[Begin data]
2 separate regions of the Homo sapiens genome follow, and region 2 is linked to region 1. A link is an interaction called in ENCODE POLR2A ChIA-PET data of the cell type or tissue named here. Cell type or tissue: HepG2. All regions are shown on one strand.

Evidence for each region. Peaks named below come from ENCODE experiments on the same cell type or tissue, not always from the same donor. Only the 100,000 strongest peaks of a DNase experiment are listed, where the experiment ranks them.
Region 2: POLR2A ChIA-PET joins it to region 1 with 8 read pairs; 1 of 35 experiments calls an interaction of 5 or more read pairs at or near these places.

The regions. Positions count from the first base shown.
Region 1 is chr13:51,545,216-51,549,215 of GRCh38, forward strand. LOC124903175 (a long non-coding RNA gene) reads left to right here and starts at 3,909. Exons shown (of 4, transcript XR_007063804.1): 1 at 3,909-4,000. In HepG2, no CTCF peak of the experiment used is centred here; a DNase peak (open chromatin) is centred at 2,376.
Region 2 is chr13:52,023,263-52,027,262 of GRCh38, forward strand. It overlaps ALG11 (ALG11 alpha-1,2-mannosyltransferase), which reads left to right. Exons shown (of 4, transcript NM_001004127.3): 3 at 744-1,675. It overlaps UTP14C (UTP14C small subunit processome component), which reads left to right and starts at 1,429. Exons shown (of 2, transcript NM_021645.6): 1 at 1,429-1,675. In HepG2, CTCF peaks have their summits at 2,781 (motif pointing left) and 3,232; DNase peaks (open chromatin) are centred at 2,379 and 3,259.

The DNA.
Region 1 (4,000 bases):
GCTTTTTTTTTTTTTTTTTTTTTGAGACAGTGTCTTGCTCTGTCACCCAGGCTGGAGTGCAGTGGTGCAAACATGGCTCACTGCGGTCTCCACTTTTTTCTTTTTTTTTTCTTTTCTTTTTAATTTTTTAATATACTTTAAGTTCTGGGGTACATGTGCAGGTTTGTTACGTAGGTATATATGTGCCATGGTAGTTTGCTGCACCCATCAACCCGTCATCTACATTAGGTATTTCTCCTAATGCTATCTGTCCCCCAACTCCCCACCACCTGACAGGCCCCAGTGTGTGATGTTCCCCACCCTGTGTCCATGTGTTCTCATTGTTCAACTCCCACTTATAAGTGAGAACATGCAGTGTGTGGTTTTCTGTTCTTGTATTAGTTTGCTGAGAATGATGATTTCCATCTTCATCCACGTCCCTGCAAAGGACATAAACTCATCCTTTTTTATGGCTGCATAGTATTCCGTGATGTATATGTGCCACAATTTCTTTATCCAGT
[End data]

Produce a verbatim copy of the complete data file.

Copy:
2 separate regions of the Homo sapiens genome follow, and region 2 is linked to region 1. A link is an interaction called in ENCODE POLR2A ChIA-PET data of the cell type or tissue named here. Cell type or tissue: HepG2. All regions are shown on one strand.

Evidence for each region. Peaks named below come from ENCODE experiments on the same cell type or tissue, not always from the same donor. Only the 100,000 strongest peaks of a DNase experiment are listed, where the experiment ranks them.
Region 2: POLR2A ChIA-PET joins it to region 1 with 8 read pairs; 1 of 35 experiments calls an interaction of 5 or more read pairs at or near these places.

The regions. Positions count from the first base shown.
Region 1 is chr13:51,545,216-51,549,215 of GRCh38, forward strand. LOC124903175 (a long non-coding RNA gene) reads left to right here and starts at 3,909. Exons shown (of 4, transcript XR_007063804.1): 1 at 3,909-4,000. In HepG2, no CTCF peak of the experiment used is centred here; a DNase peak (open chromatin) is centred at 2,376.
Region 2 is chr13:52,023,263-52,027,262 of GRCh38, forward strand. It overlaps ALG11 (ALG11 alpha-1,2-mannosyltransferase), which reads left to right. Exons shown (of 4, transcript NM_001004127.3): 3 at 744-1,675. It overlaps UTP14C (UTP14C small subunit processome component), which reads left to right and starts at 1,429. Exons shown (of 2, transcript NM_021645.6): 1 at 1,429-1,675. In HepG2, CTCF peaks have their summits at 2,781 (motif pointing left) and 3,232; DNase peaks (open chromatin) are centred at 2,379 and 3,259.

The DNA.
Region 1 (4,000 bases):
GCTTTTTTTTTTTTTTTTTTTTTGAGACAGTGTCTTGCTCTGTCACCCAGGCTGGAGTGCAGTGGTGCAAACATGGCTCACTGCGGTCTCCACTTTTTTCTTTTTTTTTTCTTTTCTTTTTAATTTTTTAATATACTTTAAGTTCTGGGGTACATGTGCAGGTTTGTTACGTAGGTATATATGTGCCATGGTAGTTTGCTGCACCCATCAACCCGTCATCTACATTAGGTATTTCTCCTAATGCTATCTGTCCCCCAACTCCCCACCACCTGACAGGCCCCAGTGTGTGATGTTCCCCACCCTGTGTCCATGTGTTCTCATTGTTCAACTCCCACTTATAAGTGAGAACATGCAGTGTGTGGTTTTCTGTTCTTGTATTAGTTTGCTGAGAATGATGATTTCCATCTTCATCCACGTCCCTGCAAAGGACATAAACTCATCCTTTTTTATGGCTGCATAGTATTCCGTGATGTATATGTGCCACAATTTCTTTATCCAGT